this.right = (right===undefined ? null : right)
}
```

Given the root node of the tree, the problem is to write an algorithm to check if that tree is symmetric. Whichever approach is used, the solution needs to check that the left branch of the left branch equals the right branch of the right branch (`left.left === right.right`

) and the right branch of the left branch equals the left branch of the right branch (`left.right === right.left`

). If this condition holds for every subtree, where `left`

and `right`

are the mirror nodes of each other, than the tree is symmetric.

First let's look at the recursive solution. In this solution, a sub-function takes `left`

and `right`

as arguments and compares those values, and then calls itself on the left and right children of those nodes. Here's the full implementation:

```
const isSymmetric = root => {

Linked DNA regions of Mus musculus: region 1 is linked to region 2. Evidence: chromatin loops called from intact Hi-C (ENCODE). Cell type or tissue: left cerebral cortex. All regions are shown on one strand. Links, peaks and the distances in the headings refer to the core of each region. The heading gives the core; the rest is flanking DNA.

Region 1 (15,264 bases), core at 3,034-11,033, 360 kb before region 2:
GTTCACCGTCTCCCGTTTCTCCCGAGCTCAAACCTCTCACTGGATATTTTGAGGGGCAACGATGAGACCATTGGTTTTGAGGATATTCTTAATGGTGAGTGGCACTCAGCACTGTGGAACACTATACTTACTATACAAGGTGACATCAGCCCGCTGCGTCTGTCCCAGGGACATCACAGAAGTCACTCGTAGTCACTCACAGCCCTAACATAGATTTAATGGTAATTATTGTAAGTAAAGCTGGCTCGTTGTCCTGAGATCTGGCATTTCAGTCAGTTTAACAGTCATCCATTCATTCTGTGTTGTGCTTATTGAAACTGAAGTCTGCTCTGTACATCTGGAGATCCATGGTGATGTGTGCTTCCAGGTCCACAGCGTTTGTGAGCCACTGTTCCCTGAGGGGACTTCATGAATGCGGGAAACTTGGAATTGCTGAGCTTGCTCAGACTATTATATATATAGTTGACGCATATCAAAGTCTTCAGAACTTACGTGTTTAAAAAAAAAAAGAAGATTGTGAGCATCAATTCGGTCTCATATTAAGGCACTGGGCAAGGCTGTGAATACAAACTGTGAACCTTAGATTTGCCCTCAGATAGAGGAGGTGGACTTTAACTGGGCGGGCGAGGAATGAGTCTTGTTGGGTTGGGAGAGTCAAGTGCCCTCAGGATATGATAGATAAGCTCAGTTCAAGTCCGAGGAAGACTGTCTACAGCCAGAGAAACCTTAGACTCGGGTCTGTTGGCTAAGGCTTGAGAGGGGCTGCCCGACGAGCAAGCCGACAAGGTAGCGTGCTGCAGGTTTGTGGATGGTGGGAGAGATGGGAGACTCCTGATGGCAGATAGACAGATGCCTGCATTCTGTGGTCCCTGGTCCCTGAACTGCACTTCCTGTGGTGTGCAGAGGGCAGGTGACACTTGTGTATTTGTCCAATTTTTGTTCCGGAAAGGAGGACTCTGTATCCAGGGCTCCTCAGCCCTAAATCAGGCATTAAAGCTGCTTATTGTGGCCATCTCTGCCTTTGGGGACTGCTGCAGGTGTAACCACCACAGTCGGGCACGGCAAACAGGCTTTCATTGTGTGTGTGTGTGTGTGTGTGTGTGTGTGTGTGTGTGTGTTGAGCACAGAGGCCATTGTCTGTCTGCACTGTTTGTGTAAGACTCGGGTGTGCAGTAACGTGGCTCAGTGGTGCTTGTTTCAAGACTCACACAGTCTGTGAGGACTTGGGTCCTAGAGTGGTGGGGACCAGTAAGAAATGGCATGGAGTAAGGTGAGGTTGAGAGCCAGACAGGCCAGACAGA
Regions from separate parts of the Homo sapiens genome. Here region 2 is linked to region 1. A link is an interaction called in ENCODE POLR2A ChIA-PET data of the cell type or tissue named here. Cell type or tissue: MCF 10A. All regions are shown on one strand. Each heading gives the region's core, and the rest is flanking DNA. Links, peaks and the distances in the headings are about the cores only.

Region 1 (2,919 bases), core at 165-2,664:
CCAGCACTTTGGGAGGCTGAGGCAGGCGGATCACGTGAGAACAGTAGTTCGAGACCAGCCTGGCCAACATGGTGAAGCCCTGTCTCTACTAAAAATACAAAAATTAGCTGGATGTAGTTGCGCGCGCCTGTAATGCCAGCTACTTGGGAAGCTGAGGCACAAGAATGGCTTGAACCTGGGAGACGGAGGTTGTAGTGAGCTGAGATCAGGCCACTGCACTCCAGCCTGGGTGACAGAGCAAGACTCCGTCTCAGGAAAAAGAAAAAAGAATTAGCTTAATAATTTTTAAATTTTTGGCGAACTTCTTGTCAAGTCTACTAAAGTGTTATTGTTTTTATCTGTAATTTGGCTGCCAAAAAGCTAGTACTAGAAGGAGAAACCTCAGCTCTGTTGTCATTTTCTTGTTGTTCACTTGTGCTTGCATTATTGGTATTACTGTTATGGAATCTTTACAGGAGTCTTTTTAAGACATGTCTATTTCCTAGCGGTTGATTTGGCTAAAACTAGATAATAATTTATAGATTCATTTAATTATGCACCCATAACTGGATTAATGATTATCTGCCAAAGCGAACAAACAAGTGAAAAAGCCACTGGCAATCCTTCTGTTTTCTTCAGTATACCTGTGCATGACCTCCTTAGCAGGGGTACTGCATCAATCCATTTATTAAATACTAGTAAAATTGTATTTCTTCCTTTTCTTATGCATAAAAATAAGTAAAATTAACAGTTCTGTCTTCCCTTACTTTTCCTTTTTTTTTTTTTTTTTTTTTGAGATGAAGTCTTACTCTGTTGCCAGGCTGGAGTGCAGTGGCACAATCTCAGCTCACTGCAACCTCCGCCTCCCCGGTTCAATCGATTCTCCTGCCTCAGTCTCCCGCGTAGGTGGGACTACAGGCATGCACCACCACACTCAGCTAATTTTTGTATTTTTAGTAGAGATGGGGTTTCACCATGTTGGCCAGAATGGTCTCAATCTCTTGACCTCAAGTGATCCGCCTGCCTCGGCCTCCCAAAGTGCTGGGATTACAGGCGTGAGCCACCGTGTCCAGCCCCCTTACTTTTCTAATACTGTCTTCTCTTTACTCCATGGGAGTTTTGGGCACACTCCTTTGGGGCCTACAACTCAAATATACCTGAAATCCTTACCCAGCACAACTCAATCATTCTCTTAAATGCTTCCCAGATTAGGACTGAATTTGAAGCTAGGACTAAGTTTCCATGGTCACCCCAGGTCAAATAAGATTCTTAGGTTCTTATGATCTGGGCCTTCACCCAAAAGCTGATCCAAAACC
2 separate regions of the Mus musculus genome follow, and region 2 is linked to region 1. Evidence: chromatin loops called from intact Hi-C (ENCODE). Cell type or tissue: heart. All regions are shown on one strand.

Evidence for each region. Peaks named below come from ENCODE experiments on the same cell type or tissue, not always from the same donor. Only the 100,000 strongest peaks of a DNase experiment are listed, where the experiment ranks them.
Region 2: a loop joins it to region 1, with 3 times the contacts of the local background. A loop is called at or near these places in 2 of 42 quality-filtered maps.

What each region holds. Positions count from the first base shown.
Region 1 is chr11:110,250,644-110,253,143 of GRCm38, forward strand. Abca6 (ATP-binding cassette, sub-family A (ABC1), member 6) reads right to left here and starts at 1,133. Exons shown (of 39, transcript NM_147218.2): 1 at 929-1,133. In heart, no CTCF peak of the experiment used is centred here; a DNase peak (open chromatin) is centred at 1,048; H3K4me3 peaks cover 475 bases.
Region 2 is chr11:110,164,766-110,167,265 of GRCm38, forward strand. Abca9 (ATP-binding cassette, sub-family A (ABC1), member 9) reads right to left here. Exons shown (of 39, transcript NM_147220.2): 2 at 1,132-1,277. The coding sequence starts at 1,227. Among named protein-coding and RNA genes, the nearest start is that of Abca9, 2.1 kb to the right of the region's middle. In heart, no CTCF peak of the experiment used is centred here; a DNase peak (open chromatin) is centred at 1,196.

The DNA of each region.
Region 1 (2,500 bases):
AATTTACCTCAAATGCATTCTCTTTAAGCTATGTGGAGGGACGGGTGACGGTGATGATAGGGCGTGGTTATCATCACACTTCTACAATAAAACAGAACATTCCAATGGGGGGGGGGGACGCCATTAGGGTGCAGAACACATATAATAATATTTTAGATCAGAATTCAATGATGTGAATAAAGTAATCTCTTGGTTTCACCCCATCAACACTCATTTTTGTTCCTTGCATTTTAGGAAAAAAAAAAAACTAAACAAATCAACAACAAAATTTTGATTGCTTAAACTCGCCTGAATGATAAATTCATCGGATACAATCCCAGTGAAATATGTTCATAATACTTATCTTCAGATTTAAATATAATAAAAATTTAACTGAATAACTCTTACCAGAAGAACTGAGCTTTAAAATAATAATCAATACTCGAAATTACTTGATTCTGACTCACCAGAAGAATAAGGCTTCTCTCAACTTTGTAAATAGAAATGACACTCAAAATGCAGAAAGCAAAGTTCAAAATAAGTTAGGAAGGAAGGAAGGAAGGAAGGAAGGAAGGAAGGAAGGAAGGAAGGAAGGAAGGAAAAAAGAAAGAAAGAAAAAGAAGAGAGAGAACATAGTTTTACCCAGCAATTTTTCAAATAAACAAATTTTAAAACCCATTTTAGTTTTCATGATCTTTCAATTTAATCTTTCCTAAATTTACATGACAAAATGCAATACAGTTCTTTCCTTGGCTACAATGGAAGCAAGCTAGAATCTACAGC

function compare(left, right) {
if (left === null && right === null) {
return true
} else if (left === null || right === null || left.val !== right.val) {
return false
} else {
return compare(left.left, right.right) && compare(left.right, right.left)
}
}
if (root === null) {
return true
}
return compare(root.left, root.right)
};
```

Before calling `compare`

at all, we check if the root is even a tree. If it's not, there's no work to do. But assuming if is, we start off our recursive calls with `root.left`

and `root.right`

. First we check if both `left`

and `right`

are null, since we can't call `.left`

or `.right`

if those are not actually TreeNodes! This is one of our stopping conditions, and matching null values in the left and right position meet the criteria for a symmetric tree, so `true`